Mars at its closest for 60,000 years?
Teardrop-shaped landforms reminiscent of those carved by floodwaters on Earth are south of the Elysium volcanoes in Mars’ Cerberus region. Were they carved by huge floods of water? Click for larger view
In August 2003 the media trumpeted the claim that Mars was at its closest to Earth in 60,000 years. Is this evidence that the planets are at least 60,000 years old?
As they orbit the sun, Earth passes Mars every 780 days or so.1 Their proximity at passing varies, but the 55.65 million km of August was the closest ever recorded.
Extrapolating backwards using today’s rates of planetary motions gives a figure of 60,000 years ago as the time when Earth and Mars would previously have been this close, if they had actually been in existence that long ago. And also if there had been no motion changes. These ‘ifs’ are unprovable assumptions, and we have a supremely reliable historical record (the Bible) indicating that the first of these assumptions is not correct—rather, Mars has only existed since Day 4 of creation (Gen 1:16) around 6,000 years ago.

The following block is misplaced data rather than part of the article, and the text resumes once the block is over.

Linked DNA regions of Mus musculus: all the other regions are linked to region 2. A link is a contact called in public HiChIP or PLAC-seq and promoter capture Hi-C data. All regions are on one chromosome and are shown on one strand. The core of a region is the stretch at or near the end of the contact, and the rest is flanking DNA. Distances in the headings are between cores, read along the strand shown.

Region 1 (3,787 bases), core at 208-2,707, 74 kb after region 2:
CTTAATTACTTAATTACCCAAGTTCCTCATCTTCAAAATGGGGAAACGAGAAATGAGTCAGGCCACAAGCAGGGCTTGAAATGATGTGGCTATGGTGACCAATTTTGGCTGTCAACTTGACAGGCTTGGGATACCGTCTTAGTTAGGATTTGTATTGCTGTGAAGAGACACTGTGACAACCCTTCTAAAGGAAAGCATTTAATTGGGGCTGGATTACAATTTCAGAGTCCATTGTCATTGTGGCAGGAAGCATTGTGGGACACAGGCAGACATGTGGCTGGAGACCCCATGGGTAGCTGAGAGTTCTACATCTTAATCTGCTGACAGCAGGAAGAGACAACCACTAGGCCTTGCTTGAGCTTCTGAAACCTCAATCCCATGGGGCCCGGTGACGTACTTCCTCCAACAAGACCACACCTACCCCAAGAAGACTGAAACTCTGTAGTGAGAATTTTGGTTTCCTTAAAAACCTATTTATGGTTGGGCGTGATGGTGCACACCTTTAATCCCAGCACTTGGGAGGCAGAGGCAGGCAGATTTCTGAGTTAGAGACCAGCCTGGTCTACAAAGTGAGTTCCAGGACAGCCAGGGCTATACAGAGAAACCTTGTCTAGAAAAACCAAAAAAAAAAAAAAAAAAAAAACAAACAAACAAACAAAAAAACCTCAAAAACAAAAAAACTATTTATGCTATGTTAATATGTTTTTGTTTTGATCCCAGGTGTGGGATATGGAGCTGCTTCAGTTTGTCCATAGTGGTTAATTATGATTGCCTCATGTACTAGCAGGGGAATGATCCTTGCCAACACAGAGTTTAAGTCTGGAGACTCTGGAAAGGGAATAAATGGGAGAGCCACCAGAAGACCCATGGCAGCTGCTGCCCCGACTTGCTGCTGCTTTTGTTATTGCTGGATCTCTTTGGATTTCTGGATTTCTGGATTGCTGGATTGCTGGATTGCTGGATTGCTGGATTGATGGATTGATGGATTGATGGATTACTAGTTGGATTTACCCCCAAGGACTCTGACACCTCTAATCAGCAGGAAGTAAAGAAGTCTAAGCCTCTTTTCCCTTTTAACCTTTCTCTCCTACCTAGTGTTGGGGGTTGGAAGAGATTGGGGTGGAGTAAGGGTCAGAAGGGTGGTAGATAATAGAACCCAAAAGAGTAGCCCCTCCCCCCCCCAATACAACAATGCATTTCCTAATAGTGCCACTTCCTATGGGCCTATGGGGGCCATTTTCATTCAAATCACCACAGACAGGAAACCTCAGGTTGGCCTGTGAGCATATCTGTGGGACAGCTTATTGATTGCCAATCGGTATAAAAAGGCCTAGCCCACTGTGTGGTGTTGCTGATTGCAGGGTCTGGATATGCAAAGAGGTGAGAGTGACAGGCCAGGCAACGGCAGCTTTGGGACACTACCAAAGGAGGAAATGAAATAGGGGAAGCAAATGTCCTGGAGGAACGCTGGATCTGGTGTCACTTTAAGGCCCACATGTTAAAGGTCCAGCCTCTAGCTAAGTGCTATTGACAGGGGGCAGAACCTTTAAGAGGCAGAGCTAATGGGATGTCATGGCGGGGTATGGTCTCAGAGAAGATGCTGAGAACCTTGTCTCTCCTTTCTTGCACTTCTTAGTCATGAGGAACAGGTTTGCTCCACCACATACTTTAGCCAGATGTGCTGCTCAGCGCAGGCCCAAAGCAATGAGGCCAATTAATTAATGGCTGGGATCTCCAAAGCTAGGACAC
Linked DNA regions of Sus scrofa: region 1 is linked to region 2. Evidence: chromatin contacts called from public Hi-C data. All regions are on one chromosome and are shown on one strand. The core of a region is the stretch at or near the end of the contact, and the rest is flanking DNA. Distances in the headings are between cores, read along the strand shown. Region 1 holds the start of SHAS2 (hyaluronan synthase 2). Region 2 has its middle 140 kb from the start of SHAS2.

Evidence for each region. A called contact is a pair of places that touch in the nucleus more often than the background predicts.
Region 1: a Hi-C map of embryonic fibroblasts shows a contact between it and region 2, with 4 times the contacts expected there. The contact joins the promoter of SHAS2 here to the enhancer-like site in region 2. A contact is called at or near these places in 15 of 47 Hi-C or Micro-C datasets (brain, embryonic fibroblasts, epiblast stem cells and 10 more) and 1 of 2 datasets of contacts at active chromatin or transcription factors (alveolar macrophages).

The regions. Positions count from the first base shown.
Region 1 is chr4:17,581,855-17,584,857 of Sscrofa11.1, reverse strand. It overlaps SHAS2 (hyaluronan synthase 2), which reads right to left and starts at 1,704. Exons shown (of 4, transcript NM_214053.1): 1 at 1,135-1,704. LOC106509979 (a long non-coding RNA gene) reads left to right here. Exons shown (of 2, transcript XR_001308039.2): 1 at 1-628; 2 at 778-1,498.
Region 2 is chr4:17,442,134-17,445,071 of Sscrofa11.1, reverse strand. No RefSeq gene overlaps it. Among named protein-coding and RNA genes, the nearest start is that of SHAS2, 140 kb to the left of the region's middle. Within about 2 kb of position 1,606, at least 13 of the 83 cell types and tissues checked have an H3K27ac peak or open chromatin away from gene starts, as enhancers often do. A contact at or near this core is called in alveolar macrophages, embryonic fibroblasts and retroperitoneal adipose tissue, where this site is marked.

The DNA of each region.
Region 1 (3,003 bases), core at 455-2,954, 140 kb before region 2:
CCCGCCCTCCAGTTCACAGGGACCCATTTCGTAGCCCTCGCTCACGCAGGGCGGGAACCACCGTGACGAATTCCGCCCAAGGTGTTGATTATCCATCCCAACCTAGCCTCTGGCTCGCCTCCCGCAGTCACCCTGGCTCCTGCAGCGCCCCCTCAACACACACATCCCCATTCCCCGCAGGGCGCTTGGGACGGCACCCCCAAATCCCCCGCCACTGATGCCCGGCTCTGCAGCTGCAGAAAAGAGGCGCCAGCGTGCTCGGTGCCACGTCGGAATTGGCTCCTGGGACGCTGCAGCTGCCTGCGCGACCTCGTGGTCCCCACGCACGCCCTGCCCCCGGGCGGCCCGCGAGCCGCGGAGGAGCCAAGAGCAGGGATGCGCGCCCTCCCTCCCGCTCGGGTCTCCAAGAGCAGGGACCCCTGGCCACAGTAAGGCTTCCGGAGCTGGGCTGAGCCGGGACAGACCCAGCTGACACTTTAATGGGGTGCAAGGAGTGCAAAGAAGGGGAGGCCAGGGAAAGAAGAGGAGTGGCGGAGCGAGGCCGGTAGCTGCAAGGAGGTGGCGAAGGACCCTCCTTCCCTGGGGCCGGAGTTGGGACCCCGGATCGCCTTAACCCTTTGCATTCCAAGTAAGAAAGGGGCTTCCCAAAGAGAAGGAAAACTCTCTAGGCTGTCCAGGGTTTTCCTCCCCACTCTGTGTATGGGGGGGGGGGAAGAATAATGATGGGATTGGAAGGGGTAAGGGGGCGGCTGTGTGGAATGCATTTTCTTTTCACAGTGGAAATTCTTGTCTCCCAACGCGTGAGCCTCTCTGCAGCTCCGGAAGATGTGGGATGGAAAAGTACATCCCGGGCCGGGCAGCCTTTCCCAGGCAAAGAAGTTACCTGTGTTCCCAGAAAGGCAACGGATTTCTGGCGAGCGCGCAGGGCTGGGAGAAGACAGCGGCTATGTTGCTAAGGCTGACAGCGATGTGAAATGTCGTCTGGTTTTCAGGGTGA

At the August pass, Mars may well have been at its closest ever to Earth, but factors or past events of which we are unaware could potentially have affected their motions. Mars could conceivably have been as close (or even closer) before, though there is no way of verifying such speculations.2
In any case, there is emphatically nothing in Mars’s current motion or position which is incompatible with its being created and set in motion 6,000 years ago. The media’s constant repetition of ‘60,000 years’ is simply an assumption of long ages, not a confirmation of them.
References and notes
- Fitzsimmons, C., Mars closer to the Earth tonight, The Australian, 27 August 2003; Mars closest in 60,000 years, news.com.au, 1 October 2003. Return to text.
- For the same reason, it would not be possible to determine with certainty the planets’ positions at creation by merely extrapolating their current motions back 6,000 years. Return to text.